The leasing of investment goods is common practice in many sectors. However, new modes of offers are entering the market that provide even more flexibility for customers/consumers to move their capital expenditures (CAPEX) more and more towards operational expenditures (OPEX) e.g., in the form of subscriptions – accelerating the trend of the sharing economy. Some vendors even go so far as to offer pay-per-use or pay-per-produced piece modes – common practice in software – that fully capture usage-based compensation and thereby decoupling from the common investment-in-capital-goods philosophy. At the same time as offering more flexibility to customers, the manufacturer or provider keeps full control over the lifecycle of the product and can therefore make sure it is properly maintained throughout and recycled or repurposed at the end of the lifecycle – following the principles of sustainability. Not all products or services are suited and not all organizations are capable of transforming towards such Product-as-a-Service, circularity or multi-reuse offer strategies plug-and-play given also the balance sheet implications. Hence developing an appropriate business model concept along your customers’ needs and proper testing is crucial to ensure success later on. How can this be tackled successfully? You can use these key principles when re-thinking your business model:
- Think about your target customers’ needs or pain points – try taking the external view not only when developing a product or service but also when evaluating a business model. Having the requirements in mind ensures that your offer’s features meet a particular customer need and in result, you’ll have the right vision to adapt your business (model).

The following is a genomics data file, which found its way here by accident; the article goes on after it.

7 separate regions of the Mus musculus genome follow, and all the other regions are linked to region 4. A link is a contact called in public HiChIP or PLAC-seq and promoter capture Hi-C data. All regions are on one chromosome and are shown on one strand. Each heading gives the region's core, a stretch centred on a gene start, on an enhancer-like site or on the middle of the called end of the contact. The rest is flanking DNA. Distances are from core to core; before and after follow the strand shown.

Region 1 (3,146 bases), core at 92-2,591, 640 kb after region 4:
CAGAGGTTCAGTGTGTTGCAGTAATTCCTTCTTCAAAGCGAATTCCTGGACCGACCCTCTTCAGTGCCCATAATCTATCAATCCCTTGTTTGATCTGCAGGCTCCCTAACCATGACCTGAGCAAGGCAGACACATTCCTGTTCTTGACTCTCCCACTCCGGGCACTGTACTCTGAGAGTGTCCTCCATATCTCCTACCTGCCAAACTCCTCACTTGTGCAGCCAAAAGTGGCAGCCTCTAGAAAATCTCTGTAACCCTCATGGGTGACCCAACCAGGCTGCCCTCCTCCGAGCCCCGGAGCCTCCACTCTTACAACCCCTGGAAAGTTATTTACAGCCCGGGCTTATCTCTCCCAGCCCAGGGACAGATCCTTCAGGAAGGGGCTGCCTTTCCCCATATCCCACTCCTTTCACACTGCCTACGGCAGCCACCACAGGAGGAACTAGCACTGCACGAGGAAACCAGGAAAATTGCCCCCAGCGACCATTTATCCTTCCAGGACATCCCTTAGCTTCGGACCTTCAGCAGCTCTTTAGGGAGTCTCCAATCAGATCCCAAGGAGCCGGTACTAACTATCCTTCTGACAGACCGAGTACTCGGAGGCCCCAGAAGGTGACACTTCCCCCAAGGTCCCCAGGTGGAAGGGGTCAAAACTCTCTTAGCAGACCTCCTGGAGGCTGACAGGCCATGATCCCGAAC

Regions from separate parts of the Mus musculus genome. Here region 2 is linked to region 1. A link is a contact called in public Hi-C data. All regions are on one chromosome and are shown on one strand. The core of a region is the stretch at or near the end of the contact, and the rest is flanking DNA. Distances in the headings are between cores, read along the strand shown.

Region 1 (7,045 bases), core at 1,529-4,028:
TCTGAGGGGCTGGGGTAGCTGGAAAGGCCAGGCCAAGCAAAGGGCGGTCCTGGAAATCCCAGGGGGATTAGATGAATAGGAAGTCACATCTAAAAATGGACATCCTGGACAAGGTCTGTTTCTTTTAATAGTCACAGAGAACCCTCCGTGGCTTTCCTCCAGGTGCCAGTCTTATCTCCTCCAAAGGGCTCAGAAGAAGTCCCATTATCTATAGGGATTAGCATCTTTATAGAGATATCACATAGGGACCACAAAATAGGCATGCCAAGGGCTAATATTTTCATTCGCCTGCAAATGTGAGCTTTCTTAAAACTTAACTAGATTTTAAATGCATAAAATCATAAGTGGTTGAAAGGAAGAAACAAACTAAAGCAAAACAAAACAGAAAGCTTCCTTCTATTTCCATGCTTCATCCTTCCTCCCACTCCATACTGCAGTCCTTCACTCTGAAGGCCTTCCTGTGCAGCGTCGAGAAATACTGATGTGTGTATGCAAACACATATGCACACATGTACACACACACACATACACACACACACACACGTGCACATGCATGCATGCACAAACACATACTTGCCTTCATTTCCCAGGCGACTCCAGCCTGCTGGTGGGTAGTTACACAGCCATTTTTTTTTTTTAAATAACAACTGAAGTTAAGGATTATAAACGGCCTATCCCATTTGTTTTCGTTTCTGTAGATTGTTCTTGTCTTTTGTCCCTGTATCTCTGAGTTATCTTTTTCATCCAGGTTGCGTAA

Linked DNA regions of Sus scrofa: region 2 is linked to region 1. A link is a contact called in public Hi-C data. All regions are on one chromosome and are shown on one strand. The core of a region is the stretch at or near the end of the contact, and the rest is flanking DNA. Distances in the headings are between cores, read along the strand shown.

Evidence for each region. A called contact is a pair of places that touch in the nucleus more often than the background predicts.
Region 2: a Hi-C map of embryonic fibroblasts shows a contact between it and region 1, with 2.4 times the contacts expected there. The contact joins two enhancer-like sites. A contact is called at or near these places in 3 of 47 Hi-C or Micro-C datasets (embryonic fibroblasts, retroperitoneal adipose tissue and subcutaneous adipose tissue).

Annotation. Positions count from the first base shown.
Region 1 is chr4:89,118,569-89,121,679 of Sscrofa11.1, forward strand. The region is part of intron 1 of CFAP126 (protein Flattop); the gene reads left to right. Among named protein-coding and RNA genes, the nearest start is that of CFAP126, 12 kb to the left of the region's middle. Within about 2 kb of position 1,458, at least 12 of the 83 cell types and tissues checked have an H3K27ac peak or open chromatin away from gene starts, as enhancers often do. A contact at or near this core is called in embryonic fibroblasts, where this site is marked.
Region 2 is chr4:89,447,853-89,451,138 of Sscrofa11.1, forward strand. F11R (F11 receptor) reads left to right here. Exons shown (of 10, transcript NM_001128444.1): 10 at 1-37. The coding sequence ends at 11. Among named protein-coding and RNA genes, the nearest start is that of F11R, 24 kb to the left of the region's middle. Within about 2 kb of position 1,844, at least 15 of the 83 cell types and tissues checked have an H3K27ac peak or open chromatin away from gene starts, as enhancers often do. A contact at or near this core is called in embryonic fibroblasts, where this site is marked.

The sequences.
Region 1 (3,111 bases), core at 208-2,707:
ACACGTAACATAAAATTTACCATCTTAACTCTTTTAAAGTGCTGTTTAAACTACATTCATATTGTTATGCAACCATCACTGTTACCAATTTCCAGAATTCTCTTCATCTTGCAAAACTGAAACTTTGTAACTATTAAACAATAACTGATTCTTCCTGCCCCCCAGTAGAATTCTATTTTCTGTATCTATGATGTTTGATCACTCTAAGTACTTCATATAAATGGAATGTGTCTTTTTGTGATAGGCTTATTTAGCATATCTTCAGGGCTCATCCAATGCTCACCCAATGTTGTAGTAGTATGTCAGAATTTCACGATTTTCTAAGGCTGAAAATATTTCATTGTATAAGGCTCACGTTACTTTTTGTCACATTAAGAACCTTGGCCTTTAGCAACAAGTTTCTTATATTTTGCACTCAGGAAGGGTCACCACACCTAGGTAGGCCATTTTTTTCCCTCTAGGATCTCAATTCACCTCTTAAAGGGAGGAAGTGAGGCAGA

- Draw inspiration from best-in-class examples – also beyond your own industry. It is essential to challenge your internal mind-set to develop new innovative ideas; while your peers might also just start their transformation, your customers’ markets or other sectors may already be miles ahead. Leveraging benchmarks can provide unique insights.
- Apart from matching your capabilities to the customers’ needs and identifying gaps (e.g., re-skilling the workforce), the next crucial step is to clearly understand and quantify the concrete benefits to get a sense of the value-created to appropriately structure your value proposition and monetization focus.
- Testing the offer with selected customers is especially important as e.g., certain price models or modes of engagement may not be very common (yet) in more traditional industries. Another way to increase market acceptance is to enter some form of co-development engagement or partnership with trusted customers and suppliers to create early promoters and boost positive perception of potential value-sharing agreements.